A key reason Moreno took this direction, and about half of the legislative block, is because we didn’t win the presidential elections in the first round. That led to backrooms deals between a part of Alianza Pais and the conservative right against the neoliberal financial right represented by [Guillermo] Lasso [Moreno’s opponent in the second round]. The conservative right is represented by the Social Cristiano party, the Banco Pichincha [Ecuador’s largest private bank], and conservative sectors of the Church and of the military. The backroom deal with them becomes visible during the second round. It is largely the reason we are living through this now. You can call this “betrayal” or you can call it a conservative involution of the Ecuadorian political process.

JE: Were you surprised by key players in Moreno’s government who then went along with Moreno’s about face: Pepe Serrano and Maria Vicuña [the new Vice president after Jorge Glas was removed from office after being placed in pre-trial detention]

AA: Not by Serrano. He was part of the backroom deal with Jaime Nebot [right wing mayor of Guayaquil] and the conservative right and he was going to have a lot of power as president of the National Assembly to cut deals. I was surprised in Vicuña’s case because she had been part of the more radical wing of Alianza Pais.

JE: Carlos de la Torre recently resigned as Moreno’s Finance Minister. Did he resign because he wanted to fire 54,000 public sector workers? Correa remarked that an unnecessary subsidy Moreno’s government is now paying into Ecuador’s social security system costs most than 54,000 public sector workers. Can you explain Correa’s remark?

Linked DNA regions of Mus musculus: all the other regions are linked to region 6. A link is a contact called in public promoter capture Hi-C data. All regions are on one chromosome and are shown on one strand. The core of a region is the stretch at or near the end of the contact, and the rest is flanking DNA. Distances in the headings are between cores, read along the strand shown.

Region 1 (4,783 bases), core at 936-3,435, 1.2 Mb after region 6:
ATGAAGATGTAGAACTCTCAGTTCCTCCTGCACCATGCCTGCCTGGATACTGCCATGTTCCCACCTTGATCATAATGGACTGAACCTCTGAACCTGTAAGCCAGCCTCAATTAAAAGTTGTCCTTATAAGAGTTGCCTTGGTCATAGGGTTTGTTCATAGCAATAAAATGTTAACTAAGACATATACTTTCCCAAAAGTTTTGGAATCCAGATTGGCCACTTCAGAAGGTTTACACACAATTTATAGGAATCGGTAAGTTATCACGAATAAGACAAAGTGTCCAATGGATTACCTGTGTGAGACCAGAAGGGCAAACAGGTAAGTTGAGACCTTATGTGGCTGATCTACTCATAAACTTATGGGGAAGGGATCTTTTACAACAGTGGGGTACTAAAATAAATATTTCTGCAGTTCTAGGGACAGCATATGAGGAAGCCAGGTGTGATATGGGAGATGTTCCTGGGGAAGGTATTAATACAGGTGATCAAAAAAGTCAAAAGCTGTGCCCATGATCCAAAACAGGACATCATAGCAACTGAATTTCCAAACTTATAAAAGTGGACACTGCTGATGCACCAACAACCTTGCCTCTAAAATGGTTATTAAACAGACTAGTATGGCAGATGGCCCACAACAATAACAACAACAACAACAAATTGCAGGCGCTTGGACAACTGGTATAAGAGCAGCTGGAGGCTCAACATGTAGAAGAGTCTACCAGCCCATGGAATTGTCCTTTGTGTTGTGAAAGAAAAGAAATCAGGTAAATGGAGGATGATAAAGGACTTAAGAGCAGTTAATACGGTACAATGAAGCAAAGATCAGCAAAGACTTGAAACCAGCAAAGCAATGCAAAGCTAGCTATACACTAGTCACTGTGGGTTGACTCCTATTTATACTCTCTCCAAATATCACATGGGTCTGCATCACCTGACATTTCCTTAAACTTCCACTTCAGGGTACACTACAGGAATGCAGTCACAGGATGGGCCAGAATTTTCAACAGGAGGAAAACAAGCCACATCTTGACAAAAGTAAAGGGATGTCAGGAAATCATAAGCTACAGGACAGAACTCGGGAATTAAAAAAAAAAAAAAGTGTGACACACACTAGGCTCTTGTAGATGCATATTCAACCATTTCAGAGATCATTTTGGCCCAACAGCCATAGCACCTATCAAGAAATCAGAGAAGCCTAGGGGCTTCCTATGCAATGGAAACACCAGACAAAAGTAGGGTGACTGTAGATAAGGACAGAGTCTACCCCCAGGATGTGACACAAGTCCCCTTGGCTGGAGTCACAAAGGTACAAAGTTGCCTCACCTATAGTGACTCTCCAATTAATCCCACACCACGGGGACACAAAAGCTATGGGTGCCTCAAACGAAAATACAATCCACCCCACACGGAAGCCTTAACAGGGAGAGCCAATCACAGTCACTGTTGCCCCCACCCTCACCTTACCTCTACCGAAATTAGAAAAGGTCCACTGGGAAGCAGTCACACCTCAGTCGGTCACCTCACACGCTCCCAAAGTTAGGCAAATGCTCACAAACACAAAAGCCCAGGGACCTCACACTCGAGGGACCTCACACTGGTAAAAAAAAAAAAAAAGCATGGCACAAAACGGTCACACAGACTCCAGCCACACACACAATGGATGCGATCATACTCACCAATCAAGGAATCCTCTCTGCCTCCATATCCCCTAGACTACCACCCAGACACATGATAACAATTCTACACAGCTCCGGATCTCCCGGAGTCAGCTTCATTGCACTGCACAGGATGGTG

AA: On the contrary, De la Torre was opposed to that adjustment. He did not want to fire public sector workers, and therefore found himself without support from Moreno and the rest of the cabinet who wanted the cuts. The Presidency has issued a formal order that all ministries are to cut 10% from their budgets. Imagine what that means. You cut wages or staff by 10%, or paralyze much of the work of many institutions – and that is especially bad in areas like health and education where there social debt is still pending. Despite Moreno’s rhetoric, De la Torre didn’t implement cuts. In fact, pubic spending in 2017 was greater than it was in 2016, and that is one of the reasons De la Torre left.